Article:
Talking to the Front Line
It’s no wondering co-innovating with nurses creates the right solutions. There are 3.2 million nurses working across the U.S., and for the 17th consecutive year, the nursing profession is rated highest for honesty and ethics in Gallup’s annual poll.
As the front line of patient care, nursing is intimately tied to patient experience and clinical outcomes. Our team at Keriton knows it well. Nurses, lactation consultants, and clinical nutritionists helped us design our breast milk, donor milk, and formula management platform.
But we couldn’t stop there. We continue to embed our clinical and engineering team into NICUs to discover the idiosyncrasies of feeding management in every setting – from bedside to milk room management.
Challenging the Status Quo
Feeding management is a fragmented process. It’s often stitched together by manual labeling, time wasted “bartending” milk, manual errors, and limited insights. This fragmentation becomes expensive — time wasted by highly-trained NICU nurses, the cost of the risk associated with feeding errors for premature patients, missed opportunities to engage families in care, etc.
This sentiment from Shahid Shah sums it up well: “Healthcare institutions are slow to adopt new technologies that impact the status quo … When the cost of not doing something new is low, not much changes.” Nurses helped us look and we could see the cost of the status quo was too high.
Co-Innovating by Use Cases
NICU nurses shared both the challenges and opportunities they saw to kick off the co-innovation process. To reimagine the clinical workflow, we started with a new kind of label. Nurses were already teaching moms how to pump and sending them home with clean bottles to do it. If nurses could include with the bottles a strip of pre-printed labels — that eliminated the need for moms to write on bottles — we could streamline the process and cut out opportunities for errors to be introduced. And we could eliminate re-labeling in the hospital. So, that’s where we started.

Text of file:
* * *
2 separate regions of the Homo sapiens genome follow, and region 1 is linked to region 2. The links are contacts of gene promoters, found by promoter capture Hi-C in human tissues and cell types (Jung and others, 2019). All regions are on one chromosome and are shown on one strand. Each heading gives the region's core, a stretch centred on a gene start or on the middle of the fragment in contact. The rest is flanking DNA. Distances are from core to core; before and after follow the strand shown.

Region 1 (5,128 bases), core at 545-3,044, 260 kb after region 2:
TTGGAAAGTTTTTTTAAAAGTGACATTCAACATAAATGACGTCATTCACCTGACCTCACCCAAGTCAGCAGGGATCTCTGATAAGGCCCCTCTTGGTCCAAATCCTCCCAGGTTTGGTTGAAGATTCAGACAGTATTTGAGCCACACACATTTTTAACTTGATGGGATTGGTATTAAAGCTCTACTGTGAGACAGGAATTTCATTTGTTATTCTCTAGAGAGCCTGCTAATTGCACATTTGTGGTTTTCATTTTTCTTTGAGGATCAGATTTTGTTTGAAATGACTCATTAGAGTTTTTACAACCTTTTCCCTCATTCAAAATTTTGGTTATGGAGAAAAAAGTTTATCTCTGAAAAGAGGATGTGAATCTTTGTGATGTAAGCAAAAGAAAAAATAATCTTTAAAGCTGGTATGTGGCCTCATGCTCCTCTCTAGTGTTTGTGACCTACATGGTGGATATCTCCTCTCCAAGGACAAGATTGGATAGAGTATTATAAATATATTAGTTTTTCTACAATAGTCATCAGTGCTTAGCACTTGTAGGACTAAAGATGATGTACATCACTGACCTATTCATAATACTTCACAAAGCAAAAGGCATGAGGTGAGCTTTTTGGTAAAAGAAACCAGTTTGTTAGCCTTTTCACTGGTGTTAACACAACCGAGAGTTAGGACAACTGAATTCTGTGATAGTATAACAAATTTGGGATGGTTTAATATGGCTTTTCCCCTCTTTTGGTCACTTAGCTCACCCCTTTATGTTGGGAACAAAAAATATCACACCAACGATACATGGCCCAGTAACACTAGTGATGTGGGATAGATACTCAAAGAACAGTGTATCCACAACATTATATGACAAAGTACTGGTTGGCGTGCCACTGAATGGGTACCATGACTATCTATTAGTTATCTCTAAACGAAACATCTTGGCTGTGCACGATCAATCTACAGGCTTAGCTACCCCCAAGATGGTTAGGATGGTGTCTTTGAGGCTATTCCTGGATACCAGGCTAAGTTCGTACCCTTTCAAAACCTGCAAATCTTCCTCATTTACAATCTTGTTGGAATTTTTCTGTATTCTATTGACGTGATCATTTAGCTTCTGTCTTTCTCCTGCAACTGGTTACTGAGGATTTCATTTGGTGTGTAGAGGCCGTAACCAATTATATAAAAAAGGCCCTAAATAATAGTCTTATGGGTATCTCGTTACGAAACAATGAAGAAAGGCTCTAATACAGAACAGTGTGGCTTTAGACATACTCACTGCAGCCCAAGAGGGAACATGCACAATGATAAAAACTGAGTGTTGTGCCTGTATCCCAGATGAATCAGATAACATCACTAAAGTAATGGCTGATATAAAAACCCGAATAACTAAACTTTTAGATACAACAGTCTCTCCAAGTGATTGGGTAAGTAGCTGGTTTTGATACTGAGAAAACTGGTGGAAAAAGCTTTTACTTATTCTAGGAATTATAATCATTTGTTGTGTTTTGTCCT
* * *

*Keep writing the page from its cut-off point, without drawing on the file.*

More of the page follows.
As we worked through the workflows involved in breast milk, donor milk, and formula management, we leaned on front line clinicians to illuminate the challenges and opportunities.
Iteration to Innovation
Keriton could have been just another inventory and barcoding platform. But, by working closely with nurses, lactation consultants and clinical nutritionists, we learned about the critical patient- and family-centered care gaps in the NICU. The gaps in care became problems to solve, and over time our platform was refined through prototyping and testing.
We iterated our way to real-time HIPAA compliant text chat and photo-sharing, among other features. Iteration leads to better solution design and is fundamental to design thinking. All together, we’ve been able to bridge the digital divide between the hospital and home.
Keriton is more than a pretty interface — it helps hospitals realize their strategies for communicating with digital-native and tech-savvy populations. It extends care and coaching of NICU clinicians into the home and gives parents a window into the hospital.
Things have been exciting lately. With new customer training underway, we look forward to co-innovating with more clinical teams.
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